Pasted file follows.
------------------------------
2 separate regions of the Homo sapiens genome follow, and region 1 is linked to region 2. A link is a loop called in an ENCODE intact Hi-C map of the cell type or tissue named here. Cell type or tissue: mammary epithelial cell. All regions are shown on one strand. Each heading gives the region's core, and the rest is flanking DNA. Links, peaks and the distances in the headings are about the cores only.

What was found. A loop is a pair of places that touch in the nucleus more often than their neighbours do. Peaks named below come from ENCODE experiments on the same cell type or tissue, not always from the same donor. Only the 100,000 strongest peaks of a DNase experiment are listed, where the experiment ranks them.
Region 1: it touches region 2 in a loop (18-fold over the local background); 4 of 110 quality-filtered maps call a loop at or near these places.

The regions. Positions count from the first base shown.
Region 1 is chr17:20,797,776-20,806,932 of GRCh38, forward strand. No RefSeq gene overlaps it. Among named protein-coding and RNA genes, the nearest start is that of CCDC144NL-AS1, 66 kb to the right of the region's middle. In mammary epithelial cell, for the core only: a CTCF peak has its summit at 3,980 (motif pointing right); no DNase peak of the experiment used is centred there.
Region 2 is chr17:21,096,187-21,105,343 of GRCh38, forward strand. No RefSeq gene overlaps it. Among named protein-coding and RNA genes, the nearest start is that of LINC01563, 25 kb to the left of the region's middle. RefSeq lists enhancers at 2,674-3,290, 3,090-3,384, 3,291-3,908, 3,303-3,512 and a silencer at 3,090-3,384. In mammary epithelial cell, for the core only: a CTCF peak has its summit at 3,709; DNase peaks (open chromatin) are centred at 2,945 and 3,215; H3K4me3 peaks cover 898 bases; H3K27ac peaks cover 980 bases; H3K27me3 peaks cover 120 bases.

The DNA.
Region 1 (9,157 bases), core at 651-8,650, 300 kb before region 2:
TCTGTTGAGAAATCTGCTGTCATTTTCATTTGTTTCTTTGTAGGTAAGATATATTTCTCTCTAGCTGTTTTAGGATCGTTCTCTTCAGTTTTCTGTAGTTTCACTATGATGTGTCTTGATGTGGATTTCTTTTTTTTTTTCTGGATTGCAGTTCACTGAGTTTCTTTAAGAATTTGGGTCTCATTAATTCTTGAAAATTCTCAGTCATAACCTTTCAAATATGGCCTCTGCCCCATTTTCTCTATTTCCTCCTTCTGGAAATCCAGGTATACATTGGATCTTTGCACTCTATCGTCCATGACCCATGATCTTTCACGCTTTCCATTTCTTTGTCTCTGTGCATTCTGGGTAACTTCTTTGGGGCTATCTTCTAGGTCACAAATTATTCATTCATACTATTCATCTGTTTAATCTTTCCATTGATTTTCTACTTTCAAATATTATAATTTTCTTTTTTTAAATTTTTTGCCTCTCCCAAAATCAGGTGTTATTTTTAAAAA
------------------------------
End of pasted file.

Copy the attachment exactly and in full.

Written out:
2 separate regions of the Homo sapiens genome follow, and region 1 is linked to region 2. A link is a loop called in an ENCODE intact Hi-C map of the cell type or tissue named here. Cell type or tissue: mammary epithelial cell. All regions are shown on one strand. Each heading gives the region's core, and the rest is flanking DNA. Links, peaks and the distances in the headings are about the cores only.

What was found. A loop is a pair of places that touch in the nucleus more often than their neighbours do. Peaks named below come from ENCODE experiments on the same cell type or tissue, not always from the same donor. Only the 100,000 strongest peaks of a DNase experiment are listed, where the experiment ranks them.
Region 1: it touches region 2 in a loop (18-fold over the local background); 4 of 110 quality-filtered maps call a loop at or near these places.

The regions. Positions count from the first base shown.
Region 1 is chr17:20,797,776-20,806,932 of GRCh38, forward strand. No RefSeq gene overlaps it. Among named protein-coding and RNA genes, the nearest start is that of CCDC144NL-AS1, 66 kb to the right of the region's middle. In mammary epithelial cell, for the core only: a CTCF peak has its summit at 3,980 (motif pointing right); no DNase peak of the experiment used is centred there.
Region 2 is chr17:21,096,187-21,105,343 of GRCh38, forward strand. No RefSeq gene overlaps it. Among named protein-coding and RNA genes, the nearest start is that of LINC01563, 25 kb to the left of the region's middle. RefSeq lists enhancers at 2,674-3,290, 3,090-3,384, 3,291-3,908, 3,303-3,512 and a silencer at 3,090-3,384. In mammary epithelial cell, for the core only: a CTCF peak has its summit at 3,709; DNase peaks (open chromatin) are centred at 2,945 and 3,215; H3K4me3 peaks cover 898 bases; H3K27ac peaks cover 980 bases; H3K27me3 peaks cover 120 bases.

The DNA.
Region 1 (9,157 bases), core at 651-8,650, 300 kb before region 2:
TCTGTTGAGAAATCTGCTGTCATTTTCATTTGTTTCTTTGTAGGTAAGATATATTTCTCTCTAGCTGTTTTAGGATCGTTCTCTTCAGTTTTCTGTAGTTTCACTATGATGTGTCTTGATGTGGATTTCTTTTTTTTTTTCTGGATTGCAGTTCACTGAGTTTCTTTAAGAATTTGGGTCTCATTAATTCTTGAAAATTCTCAGTCATAACCTTTCAAATATGGCCTCTGCCCCATTTTCTCTATTTCCTCCTTCTGGAAATCCAGGTATACATTGGATCTTTGCACTCTATCGTCCATGACCCATGATCTTTCACGCTTTCCATTTCTTTGTCTCTGTGCATTCTGGGTAACTTCTTTGGGGCTATCTTCTAGGTCACAAATTATTCATTCATACTATTCATCTGTTTAATCTTTCCATTGATTTTCTACTTTCAAATATTATAATTTTCTTTTTTTAAATTTTTTGCCTCTCCCAAAATCAGGTGTTATTTTTAAAAA